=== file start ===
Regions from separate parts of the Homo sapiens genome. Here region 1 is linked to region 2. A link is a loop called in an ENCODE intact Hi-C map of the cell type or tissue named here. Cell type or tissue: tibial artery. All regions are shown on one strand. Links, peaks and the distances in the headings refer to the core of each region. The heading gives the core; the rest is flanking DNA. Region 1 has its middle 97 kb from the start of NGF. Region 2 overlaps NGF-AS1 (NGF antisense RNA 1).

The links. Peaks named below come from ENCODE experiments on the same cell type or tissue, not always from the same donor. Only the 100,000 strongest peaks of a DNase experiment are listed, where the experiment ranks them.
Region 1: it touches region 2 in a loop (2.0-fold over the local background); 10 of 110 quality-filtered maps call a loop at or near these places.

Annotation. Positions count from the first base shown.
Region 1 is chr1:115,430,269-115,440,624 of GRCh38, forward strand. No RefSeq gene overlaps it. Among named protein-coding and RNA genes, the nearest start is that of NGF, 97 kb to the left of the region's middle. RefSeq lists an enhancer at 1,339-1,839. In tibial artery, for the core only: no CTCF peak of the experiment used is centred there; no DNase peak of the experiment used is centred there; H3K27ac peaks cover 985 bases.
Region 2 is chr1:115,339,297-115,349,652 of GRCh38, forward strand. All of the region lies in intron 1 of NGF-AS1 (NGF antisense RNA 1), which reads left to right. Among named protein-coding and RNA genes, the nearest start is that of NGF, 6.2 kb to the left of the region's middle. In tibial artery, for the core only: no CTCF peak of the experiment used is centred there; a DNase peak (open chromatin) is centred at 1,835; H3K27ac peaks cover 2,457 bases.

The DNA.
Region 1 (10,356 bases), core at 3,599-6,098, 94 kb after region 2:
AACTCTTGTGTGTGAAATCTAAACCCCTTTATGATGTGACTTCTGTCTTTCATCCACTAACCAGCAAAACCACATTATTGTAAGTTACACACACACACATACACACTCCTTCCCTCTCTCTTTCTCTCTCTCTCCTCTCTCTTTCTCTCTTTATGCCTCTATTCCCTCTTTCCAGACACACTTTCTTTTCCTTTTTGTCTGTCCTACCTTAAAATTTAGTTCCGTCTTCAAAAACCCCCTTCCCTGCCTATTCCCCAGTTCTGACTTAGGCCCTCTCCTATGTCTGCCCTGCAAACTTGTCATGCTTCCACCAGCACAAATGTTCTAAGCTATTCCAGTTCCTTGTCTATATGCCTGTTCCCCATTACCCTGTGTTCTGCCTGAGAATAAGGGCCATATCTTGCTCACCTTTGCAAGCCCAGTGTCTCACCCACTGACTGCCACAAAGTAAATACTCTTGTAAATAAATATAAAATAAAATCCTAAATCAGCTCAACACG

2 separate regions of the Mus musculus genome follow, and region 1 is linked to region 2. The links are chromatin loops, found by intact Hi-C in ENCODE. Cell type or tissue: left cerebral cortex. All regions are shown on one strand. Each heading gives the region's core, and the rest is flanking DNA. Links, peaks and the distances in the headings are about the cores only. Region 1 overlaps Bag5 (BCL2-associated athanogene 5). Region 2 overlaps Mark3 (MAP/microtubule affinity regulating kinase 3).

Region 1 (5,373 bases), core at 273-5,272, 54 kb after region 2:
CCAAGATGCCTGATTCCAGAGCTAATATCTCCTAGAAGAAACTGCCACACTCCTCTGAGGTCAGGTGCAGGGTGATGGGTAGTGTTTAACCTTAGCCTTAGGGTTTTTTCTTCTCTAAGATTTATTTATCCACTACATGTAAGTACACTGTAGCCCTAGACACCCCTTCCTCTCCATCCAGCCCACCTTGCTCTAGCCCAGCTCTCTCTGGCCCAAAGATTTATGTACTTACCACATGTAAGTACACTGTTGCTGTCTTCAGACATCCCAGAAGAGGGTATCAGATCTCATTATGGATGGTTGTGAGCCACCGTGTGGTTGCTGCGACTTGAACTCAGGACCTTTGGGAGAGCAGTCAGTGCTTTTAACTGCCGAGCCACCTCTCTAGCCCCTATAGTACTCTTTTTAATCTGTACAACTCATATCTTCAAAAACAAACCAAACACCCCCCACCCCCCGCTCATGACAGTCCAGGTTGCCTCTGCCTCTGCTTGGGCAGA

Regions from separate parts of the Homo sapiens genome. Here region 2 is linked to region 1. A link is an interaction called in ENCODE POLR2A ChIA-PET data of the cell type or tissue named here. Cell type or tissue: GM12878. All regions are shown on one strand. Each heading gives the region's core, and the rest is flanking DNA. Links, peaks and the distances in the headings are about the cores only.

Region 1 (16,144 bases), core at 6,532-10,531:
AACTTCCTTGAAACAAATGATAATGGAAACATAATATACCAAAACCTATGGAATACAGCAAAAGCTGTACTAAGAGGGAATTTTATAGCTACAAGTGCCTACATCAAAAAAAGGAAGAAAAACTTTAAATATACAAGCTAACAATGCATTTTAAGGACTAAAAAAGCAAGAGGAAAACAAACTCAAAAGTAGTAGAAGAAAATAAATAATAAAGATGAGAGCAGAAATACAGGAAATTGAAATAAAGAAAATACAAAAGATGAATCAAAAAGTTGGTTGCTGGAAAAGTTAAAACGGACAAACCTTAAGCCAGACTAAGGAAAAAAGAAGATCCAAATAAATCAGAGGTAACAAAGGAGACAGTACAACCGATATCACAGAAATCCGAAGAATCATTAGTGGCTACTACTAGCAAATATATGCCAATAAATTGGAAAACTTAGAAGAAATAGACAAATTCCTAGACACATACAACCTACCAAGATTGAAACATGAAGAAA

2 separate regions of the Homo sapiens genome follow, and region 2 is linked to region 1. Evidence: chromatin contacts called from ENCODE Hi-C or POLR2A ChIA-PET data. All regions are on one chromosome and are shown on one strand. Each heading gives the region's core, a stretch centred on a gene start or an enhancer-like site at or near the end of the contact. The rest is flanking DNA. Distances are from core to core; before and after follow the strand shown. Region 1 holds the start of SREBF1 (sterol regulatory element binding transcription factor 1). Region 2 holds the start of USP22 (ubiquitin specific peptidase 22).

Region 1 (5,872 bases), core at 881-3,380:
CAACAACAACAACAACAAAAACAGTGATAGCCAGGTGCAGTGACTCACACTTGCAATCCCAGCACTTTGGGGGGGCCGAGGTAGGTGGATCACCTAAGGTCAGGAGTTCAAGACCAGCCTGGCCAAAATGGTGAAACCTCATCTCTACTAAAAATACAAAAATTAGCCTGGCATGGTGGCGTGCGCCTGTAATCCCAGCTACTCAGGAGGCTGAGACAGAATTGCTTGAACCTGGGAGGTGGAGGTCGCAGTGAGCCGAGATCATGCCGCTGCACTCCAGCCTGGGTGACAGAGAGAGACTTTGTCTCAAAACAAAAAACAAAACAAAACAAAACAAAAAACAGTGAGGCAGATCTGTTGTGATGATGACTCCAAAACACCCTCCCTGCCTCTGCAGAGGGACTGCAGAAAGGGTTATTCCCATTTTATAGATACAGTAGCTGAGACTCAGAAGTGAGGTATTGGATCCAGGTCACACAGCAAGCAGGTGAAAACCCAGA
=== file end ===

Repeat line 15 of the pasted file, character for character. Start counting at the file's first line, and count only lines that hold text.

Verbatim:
AACTTCCTTGAAACAAATGATAATGGAAACATAATATACCAAAACCTATGGAATACAGCAAAAGCTGTACTAAGAGGGAATTTTATAGCTACAAGTGCCTACATCAAAAAAAGGAAGAAAAACTTTAAATATACAAGCTAACAATGCATTTTAAGGACTAAAAAAGCAAGAGGAAAACAAACTCAAAAGTAGTAGAAGAAAATAAATAATAAAGATGAGAGCAGAAATACAGGAAATTGAAATAAAGAAAATACAAAAGATGAATCAAAAAGTTGGTTGCTGGAAAAGTTAAAACGGACAAACCTTAAGCCAGACTAAGGAAAAAAGAAGATCCAAATAAATCAGAGGTAACAAAGGAGACAGTACAACCGATATCACAGAAATCCGAAGAATCATTAGTGGCTACTACTAGCAAATATATGCCAATAAATTGGAAAACTTAGAAGAAATAGACAAATTCCTAGACACATACAACCTACCAAGATTGAAACATGAAGAAA